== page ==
A system-level understanding of a neuronal system can be described as the network of gene interactions and biochemical pathways, as well as the mechanisms by which such interactions modulate the electrophysiological properties of neurons. Computational systems biology methods analyze biochemical signaling networks to model their role in complex biological processes (Kitano, 2002; Kotaleski and Blackwell, 2010).

To predict and investigate the properties of neural systems, computational neuroscience and computational systems biology use computational approaches to investigate more or less the same neural systems but unfortunately there has been little interaction between the two fields to explore neural mechanisms of cognition (De Schutter, 2008). Despite the similarity in aims and approaches of computational systems biology and computational neuroscience, many computational neuroscientists have little interest in molecular process of neurons (Figure 1; De Schutter, 2008).

Cognitive Developmental Robotics: Opportunities and Challenges

The new generation of SNNs and their application in CDR research can benefit from the combination of computational systems biology and computational neuroscience approaches to develop novel algorithms for brain-like architectures with cognitive capabilities, especially memory and learning. For this purpose, a delicate simplification of complex molecular and cellular mechanisms and implementation of such computational approaches in artificial neural systems allows SNNs accurately capture human and animal behavior (Figure 1).

To consider developing brain-like architectures, we should note that biological neurons show a variety of morphological features like dendrite and axon shapes, spiking features, and different synaptic mechanisms (Wheeler et al., 2015). An important neuroscience research stream that may affect robotic studies would be the study of role and mechanisms of sparse, burst as well as normal spiking patterns in different neurons (Mendis et al., 2016).

The question is how these variations are correlated with cognitive functions and more importantly how to development them in SNNs. The implementation of biophysical and morphological features of different neurons in different parts of the brain is an essential progress toward developing of intelligent neural systems including CDR. Hence, we suggest that novel integrative approaches to develop SNNs like which integrate electrophysiological features of neural systems and algorithms from both systems biology and computational neuroscience algorithms, will allow for the development of intelligent cognitive systems (Figure 1).

Toward more intelligent CDR systems, novel inspired memory, and learning algorithms may play important roles. Sources of information are mainly molecular mechanisms of memory and learning, synaptic mechanisms and theories of large scale neural networks. Simplification of information on these fundamental capabilities of the brains and creating inspired mechanisms regarding balance of excitatory and inhibitory neurons in the neural systems are essential for developing novel CDRs using spiking neural networks (Yizhar et al., 2011).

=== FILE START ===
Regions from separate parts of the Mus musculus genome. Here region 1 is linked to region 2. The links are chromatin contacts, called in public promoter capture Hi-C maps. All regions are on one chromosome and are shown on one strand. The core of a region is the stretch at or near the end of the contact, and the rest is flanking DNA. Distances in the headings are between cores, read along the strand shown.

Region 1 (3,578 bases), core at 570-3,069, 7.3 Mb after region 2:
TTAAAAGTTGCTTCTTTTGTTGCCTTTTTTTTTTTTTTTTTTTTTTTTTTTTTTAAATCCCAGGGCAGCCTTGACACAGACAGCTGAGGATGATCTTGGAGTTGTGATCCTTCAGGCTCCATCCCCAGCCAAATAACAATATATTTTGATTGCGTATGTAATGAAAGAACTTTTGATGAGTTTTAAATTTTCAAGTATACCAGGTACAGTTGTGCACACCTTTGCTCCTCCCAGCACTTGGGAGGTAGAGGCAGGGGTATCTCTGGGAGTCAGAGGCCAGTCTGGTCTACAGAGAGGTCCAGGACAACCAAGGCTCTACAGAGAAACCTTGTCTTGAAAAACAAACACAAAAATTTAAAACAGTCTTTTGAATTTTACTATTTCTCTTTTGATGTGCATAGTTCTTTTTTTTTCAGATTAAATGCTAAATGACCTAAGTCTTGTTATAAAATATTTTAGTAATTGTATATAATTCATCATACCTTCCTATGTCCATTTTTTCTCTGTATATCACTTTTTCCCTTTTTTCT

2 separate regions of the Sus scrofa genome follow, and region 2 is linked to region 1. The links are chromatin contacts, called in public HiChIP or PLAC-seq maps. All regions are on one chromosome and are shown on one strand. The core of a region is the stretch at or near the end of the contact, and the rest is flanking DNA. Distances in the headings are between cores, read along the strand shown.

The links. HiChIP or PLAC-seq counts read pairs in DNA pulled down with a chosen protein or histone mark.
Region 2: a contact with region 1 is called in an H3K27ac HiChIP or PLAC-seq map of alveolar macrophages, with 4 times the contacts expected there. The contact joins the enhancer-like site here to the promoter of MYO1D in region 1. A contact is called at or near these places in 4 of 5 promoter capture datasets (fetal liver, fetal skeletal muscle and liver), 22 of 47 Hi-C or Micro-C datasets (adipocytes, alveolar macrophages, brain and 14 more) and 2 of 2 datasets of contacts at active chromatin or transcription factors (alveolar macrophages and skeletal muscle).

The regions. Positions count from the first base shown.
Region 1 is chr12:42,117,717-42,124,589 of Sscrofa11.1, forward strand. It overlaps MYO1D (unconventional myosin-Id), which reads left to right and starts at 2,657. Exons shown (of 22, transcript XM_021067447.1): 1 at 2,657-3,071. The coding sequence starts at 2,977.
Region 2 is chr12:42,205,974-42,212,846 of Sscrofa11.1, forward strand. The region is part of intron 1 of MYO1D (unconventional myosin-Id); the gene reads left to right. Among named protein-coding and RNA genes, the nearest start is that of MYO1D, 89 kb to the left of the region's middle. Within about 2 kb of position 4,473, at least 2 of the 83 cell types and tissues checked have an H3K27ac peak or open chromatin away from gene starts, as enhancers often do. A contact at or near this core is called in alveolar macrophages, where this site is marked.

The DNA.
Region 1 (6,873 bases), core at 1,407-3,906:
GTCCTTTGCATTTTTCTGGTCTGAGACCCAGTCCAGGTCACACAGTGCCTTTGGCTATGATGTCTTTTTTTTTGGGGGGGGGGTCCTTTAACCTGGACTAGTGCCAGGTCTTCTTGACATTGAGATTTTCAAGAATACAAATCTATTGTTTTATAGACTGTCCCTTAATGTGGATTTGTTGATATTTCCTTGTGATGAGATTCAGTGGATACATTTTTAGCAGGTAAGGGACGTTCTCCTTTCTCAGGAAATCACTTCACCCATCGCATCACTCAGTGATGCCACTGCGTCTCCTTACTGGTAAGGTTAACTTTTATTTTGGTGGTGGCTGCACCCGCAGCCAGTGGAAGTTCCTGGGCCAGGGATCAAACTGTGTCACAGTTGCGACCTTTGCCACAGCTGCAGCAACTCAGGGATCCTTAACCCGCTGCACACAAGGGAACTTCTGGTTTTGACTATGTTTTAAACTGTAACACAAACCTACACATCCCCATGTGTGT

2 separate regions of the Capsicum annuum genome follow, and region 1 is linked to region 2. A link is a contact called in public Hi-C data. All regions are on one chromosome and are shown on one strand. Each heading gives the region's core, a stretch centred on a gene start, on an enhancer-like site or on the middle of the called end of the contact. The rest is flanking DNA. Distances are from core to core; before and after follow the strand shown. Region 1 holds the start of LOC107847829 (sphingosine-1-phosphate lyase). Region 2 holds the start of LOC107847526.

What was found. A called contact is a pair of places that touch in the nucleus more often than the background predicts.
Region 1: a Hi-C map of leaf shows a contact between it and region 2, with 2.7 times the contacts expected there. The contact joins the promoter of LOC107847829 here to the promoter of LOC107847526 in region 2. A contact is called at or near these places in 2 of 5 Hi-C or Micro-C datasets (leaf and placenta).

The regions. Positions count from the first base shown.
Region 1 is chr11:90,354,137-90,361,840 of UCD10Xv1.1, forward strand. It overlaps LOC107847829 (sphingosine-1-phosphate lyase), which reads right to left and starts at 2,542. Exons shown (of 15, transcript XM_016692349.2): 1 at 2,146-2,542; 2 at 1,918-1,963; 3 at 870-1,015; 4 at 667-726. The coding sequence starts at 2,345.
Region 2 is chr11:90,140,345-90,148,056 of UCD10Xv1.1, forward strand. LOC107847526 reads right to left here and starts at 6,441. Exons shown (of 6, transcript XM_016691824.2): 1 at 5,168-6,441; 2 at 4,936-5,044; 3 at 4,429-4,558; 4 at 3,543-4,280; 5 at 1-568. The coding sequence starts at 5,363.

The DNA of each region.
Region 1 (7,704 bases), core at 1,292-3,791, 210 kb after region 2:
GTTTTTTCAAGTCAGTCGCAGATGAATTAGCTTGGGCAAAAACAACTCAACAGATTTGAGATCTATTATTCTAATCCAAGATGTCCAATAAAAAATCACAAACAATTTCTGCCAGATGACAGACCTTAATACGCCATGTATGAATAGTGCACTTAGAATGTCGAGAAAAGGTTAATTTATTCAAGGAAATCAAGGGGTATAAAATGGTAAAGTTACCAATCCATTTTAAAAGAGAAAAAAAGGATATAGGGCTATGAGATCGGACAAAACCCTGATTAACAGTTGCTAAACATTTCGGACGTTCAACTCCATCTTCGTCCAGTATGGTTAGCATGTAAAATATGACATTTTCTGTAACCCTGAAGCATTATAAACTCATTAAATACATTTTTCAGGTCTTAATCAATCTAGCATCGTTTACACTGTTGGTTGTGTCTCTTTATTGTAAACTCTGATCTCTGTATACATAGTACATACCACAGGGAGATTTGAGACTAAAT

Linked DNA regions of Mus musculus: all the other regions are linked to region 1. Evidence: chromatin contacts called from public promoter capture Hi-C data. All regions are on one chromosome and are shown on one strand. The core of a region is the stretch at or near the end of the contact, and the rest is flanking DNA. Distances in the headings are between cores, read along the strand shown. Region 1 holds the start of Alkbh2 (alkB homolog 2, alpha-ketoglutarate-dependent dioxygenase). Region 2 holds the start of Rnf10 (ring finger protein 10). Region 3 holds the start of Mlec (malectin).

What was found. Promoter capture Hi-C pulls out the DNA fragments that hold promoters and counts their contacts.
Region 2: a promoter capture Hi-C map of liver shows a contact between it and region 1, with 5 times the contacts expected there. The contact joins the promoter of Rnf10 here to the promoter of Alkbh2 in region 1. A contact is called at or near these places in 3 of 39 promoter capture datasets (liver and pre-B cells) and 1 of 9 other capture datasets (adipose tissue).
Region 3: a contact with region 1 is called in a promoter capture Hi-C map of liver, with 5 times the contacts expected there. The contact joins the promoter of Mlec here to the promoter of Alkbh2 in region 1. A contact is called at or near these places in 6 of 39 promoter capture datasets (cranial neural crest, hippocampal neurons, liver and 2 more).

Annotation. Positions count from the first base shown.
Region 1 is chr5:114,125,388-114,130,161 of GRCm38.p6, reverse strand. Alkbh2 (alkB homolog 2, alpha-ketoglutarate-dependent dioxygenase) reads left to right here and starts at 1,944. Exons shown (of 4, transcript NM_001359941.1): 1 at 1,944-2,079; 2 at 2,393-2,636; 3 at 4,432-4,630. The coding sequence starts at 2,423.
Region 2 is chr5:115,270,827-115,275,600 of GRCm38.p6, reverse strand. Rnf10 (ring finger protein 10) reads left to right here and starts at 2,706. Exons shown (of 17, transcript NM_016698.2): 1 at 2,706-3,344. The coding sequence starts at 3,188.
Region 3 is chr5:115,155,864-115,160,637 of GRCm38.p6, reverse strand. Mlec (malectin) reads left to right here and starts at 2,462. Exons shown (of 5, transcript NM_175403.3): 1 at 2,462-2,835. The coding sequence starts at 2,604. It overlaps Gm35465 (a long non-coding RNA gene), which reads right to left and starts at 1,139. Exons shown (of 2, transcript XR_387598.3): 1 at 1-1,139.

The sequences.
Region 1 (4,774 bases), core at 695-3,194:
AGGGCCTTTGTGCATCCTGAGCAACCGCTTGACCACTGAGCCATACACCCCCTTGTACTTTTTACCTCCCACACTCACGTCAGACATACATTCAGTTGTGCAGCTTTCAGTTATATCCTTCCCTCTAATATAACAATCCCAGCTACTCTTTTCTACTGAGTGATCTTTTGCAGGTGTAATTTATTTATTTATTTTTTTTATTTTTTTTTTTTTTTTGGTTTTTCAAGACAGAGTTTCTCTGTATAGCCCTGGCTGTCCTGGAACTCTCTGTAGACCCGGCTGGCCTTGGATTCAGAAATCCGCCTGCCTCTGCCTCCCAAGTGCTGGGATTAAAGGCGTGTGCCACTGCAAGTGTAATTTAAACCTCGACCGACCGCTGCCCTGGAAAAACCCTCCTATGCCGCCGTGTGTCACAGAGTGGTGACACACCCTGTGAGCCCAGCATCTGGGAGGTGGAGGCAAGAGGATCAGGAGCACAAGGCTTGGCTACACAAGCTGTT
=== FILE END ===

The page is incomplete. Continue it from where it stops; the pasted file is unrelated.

Specially, we claim that computational systems biology based algorithms for memory and learning play fundamental roles in progress toward implementing cognitive functions in CDR. Moreover, using these algorithms in CDR systems may be used in experimental studies to design and test experiments.

Three main sources of information for CDR research using computational systems biology of learning and memory are as follows (Figure 1):

1. Molecular information: Modeling of molecular mechanisms of synaptic plasticity using computational systems biology approaches can provide implementation of basic memory and learning in CDR systems (Bellas et al., 2014). Long Term Potentiation (LTP), Long Term Depression (LTD), and inhibitory plasticity (Kullmann et al., 2012) are some of this molecular information. Most important challenge to achieve these goals is to demonstrate similar behavior in CDR systems while keeping time complexity of the system sufficiently. One of the examples of incorporating molecular information in artificial systems is modeling of associative learning in artificial neural networks (Smith et al., 2008). Moreover, to implement molecular mechanisms of synaptic events one can avoid information on channel expression and their biophysical activities by using simplified neuron models like Leaky Integrate Fire neuron model (LIF) that is widely used in spiking neural networks (Izhikevich, 2003).

As an example from recent studies, SNNs have been used for the operant conditioning learning process as robot brain controllers. For this purpose, Spike Timing Dependent Plasticity (STDP) and habituation has been combined to create a network with only three neurons which implements operant conditioning (Cyr et al., 2014).